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Building a Nation of Makers

Last year, on June 18, President Obama hosted the first-ever White House Maker Faire and challenged “every company, every college, every community, every citizen [to] join us as we lift up makers and builders and doers across the country.” On June 12-18, 2015, the White House will celebrate a Week of Making, including a National Maker Faire in Washington D.C.

Last year, on June 18, President Obama hosted the first-ever White House Maker Faire and challenged “every company, every college, every community, every citizen [to] join us as we lift up makers and builders and doers across the country.” On June 12-18, 2015, the White House will celebrate a Week of Making, including a National Maker Faire in Washington D.C.

All over America, makers young and old are using 21st-century tools such as 3D printers, laser cutters, and open-source electronics to design and build things that are personally meaningful to them. Today, we are challenging a broad range of stakeholders – including school leaders, K-12 teachers, skilled volunteers, and companies – to ensure that all of our children have access to these opportunities.

The Obama Administration believes that making can also play an important role in education and life-long learning. Making can motivate and inspire young people to excel in STEM subjects and prepare students for careers in design, advanced manufacturing, and entrepreneurship. Making can help students acquire 21st-century skills such as teamwork and problem-solving, and address the “summer learning loss” faced by disadvantaged students without access to enrichment activities outside of school.

Making also has the potential to increase student engagement, which is critical for academic success. Survey data reveals that two-thirds of high school students report being bored every day. We can and must do better, and in 2011, a team of 15 teens from a low-income school in West Philly showed us what’s possible when learning becomes fun and inspiring instead of boring. To compete for the $10 million Automotive X Prize, the West Philly team built a 160 mpg hybrid kit car, which has outperformed other fuel-efficient cars built by professional engineers and graduate students from Ivy League universities. In a region with a high school drop-out rate of over 50 percent, every single member of the team graduated.

The Administration is committed to doing its part. For example, the Institute for Museum and Library Services and the Department of Education’s 21st Century Community Learning Centers are teaming up to bring making and tinkering activities to 25 communities in California, Florida, New York, Pennsylvania, and Texas. The Corporation for National and Community Service and companies have partnered with the Maker Education Initiative to bring exciting educational opportunities to over 143,000 youth and families in 24 states.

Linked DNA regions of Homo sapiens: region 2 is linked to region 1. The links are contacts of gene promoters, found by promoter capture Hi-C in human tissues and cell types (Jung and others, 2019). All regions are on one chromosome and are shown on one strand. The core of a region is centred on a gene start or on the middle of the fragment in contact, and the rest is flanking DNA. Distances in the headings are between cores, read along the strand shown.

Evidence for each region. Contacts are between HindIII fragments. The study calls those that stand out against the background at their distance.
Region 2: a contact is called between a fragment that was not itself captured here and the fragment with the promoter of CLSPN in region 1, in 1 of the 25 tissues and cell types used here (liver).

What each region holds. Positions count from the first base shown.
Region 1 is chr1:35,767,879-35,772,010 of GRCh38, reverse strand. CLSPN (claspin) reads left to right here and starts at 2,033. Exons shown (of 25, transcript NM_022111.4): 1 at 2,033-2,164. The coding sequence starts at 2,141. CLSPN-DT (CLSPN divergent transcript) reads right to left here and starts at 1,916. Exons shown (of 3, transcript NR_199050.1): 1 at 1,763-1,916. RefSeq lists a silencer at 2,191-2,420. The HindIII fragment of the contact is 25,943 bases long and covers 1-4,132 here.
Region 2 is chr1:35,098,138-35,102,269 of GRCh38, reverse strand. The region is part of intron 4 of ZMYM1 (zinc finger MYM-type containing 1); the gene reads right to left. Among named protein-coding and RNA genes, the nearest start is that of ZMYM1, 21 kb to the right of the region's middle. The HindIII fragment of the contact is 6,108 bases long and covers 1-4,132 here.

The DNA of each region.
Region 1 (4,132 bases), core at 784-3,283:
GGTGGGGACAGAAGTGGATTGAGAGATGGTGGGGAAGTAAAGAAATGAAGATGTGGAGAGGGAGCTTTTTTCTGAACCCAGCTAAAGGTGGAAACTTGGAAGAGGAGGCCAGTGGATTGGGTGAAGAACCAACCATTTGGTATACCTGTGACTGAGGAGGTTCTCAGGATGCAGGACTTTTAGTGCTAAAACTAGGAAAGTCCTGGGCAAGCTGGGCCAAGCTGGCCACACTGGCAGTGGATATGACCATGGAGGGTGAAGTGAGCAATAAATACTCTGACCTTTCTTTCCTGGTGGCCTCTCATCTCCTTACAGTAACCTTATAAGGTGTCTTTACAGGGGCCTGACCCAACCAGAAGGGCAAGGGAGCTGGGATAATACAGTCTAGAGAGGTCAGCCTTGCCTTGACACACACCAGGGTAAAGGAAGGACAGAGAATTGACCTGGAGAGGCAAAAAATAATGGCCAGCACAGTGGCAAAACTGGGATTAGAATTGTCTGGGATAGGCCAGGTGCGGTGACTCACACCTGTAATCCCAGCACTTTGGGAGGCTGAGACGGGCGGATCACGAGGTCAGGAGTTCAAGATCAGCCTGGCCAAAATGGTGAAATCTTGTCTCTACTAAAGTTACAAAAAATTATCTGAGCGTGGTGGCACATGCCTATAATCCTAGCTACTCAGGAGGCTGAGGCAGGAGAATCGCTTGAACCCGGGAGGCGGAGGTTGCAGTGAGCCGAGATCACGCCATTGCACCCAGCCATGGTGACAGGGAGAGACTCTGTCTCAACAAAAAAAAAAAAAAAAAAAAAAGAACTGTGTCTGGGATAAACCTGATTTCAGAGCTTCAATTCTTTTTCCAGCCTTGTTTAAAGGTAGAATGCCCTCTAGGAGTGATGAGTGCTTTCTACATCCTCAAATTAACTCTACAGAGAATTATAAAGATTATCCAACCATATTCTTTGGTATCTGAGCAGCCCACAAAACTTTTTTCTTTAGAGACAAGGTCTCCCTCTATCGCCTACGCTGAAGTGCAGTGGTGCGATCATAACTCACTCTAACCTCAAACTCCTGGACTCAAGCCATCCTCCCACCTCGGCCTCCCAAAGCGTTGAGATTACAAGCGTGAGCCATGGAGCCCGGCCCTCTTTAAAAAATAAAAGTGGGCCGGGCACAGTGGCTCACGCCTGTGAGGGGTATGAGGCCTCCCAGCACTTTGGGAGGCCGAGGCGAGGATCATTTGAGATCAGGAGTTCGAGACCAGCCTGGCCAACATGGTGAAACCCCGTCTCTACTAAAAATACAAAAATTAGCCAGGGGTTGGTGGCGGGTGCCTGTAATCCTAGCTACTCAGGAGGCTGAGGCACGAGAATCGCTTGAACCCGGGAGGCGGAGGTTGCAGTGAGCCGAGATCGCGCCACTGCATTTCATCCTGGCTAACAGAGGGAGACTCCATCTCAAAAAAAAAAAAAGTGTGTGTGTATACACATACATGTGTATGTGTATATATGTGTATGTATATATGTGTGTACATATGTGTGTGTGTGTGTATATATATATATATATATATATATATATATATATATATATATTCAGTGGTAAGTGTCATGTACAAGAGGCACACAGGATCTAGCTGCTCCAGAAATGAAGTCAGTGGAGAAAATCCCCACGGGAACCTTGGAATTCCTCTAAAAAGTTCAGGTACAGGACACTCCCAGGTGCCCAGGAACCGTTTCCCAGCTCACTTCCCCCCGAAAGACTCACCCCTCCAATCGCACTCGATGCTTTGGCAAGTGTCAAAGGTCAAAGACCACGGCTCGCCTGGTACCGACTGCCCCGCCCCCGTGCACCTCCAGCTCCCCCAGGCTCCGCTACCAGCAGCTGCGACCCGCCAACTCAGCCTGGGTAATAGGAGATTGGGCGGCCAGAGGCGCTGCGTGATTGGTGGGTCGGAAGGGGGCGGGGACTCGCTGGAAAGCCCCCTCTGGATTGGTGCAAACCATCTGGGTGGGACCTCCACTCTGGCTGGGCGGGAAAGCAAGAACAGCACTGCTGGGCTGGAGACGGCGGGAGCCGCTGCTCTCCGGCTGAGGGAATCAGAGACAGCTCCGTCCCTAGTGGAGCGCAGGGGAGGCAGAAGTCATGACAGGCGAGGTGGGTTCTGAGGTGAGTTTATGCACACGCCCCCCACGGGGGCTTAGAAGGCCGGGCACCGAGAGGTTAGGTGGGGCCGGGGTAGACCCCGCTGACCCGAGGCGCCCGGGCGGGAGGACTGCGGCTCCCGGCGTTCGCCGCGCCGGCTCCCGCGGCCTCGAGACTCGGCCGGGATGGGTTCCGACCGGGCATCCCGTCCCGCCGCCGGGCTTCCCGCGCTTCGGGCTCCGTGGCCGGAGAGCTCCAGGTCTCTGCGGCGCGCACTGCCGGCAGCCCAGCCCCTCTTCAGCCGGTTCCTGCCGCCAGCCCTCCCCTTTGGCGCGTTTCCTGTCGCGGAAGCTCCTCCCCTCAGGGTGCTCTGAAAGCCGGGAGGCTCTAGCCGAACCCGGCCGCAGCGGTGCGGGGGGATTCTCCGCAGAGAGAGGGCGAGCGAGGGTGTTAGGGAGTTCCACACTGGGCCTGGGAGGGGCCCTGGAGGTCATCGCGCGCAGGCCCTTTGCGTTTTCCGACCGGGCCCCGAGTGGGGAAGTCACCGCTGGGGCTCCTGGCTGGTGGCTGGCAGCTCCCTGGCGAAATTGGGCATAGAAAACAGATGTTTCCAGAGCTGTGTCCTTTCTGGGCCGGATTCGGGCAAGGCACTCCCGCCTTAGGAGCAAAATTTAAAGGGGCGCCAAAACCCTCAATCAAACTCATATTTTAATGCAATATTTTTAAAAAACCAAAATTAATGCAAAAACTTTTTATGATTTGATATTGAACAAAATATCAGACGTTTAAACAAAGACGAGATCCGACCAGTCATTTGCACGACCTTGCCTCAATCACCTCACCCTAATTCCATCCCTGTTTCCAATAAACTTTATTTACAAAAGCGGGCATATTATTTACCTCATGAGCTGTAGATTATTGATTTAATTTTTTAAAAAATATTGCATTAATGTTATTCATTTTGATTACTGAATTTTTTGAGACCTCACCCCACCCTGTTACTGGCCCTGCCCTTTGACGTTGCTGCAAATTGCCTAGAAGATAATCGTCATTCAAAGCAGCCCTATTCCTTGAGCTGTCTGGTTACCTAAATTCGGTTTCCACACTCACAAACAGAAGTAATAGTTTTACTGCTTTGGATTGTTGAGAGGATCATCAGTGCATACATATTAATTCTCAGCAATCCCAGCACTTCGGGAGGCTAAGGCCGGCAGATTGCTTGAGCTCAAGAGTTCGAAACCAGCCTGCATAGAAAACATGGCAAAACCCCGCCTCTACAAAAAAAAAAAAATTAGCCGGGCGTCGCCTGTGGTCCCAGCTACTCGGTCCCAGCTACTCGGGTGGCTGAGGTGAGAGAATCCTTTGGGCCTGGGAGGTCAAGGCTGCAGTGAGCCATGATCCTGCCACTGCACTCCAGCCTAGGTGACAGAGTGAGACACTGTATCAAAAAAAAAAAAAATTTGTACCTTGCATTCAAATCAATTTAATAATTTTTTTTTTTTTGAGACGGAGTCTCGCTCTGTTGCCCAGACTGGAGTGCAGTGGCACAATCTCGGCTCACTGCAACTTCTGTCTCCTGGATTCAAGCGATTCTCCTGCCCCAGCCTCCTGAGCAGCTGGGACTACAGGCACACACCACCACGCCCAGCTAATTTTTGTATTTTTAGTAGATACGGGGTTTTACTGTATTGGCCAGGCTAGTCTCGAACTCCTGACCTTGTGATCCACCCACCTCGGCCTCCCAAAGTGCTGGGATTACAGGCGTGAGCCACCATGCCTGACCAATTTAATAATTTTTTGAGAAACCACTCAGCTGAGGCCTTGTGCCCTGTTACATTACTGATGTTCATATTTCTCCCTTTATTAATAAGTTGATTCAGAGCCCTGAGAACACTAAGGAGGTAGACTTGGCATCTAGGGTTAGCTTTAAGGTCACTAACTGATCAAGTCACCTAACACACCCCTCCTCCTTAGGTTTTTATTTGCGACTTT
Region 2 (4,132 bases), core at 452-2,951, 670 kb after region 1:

But we will need what President Obama calls an “all hands on deck” effort to broaden student participation in making, tinkering and invention. For example:

  • Companies could sponsor one or more makerspaces, encourage their employees to serve as mentors for young makers by participating in programs such as US2020, and provide students with access to challenging, real-world problems.
  • School superintendents and principals could allocate space for making and other innovation activities like Elizabeth Forward Middle School’s “Dream Factory” and makerspaces at the Albermarle Country Public Schools, empower teachers and students to play a leadership role, and develop a strategy for engaging parents, makers, and STEM professionals who are excited about pitching in.
  • Teachers, educational researchers, and makers could collaborate to develop hands-on projects that motivate students to master challenging academic content, electronic portfolios that allow students to share their work, and “badges” that are recognized by employers and college admission officers as an indicator of topic mastery.
  • A philanthropist or foundation could play the same role that Andrew Carnegie played in supporting the construction of over 1,600 libraries in the United States, with a focus on makerspaces in schools and after-school programs in low-income communities.
  • An information technology company could create an online map of all of the public and private schools that would allow school leaders to signal their interest in participating in making. Such a tool would help grassroots communities of parents, engineers, and local employers come together to target resources and support to these schools.
  • Researchers and entrepreneurs could develop affordable and accessible tools and kits that provide on-ramps to making.

Although the new technology that is fueling the maker movement gets a lot of attention, more important are the values, dispositions and skills that making fosters, such as creativity, imagination, problem-solving, perseverance, self-efficacy, teamwork, and “hard fun.” As Steve Jobs observed, describing the impact that having access to a Heathkit (a do-it-yourself electronics kit) had on him, “Things became much more clear that they were the results of human creation not these magical things that just appeared in one's environment that one had no knowledge of their interiors. It gave a tremendous level of self-confidence that through exploration and learning one could understand seemingly very complex things in one's environment.”

If you want to get involved, tell a story, or share an idea, please send us a note at Working together, we can create a nation of makers and a brighter future for our children.

Tom Kalil is the Deputy Director for Technology and Innovation at the White House Office of Science and Technology Policy.

Roberto Rodriguez is the Deputy Assistant for the President for Education Policy.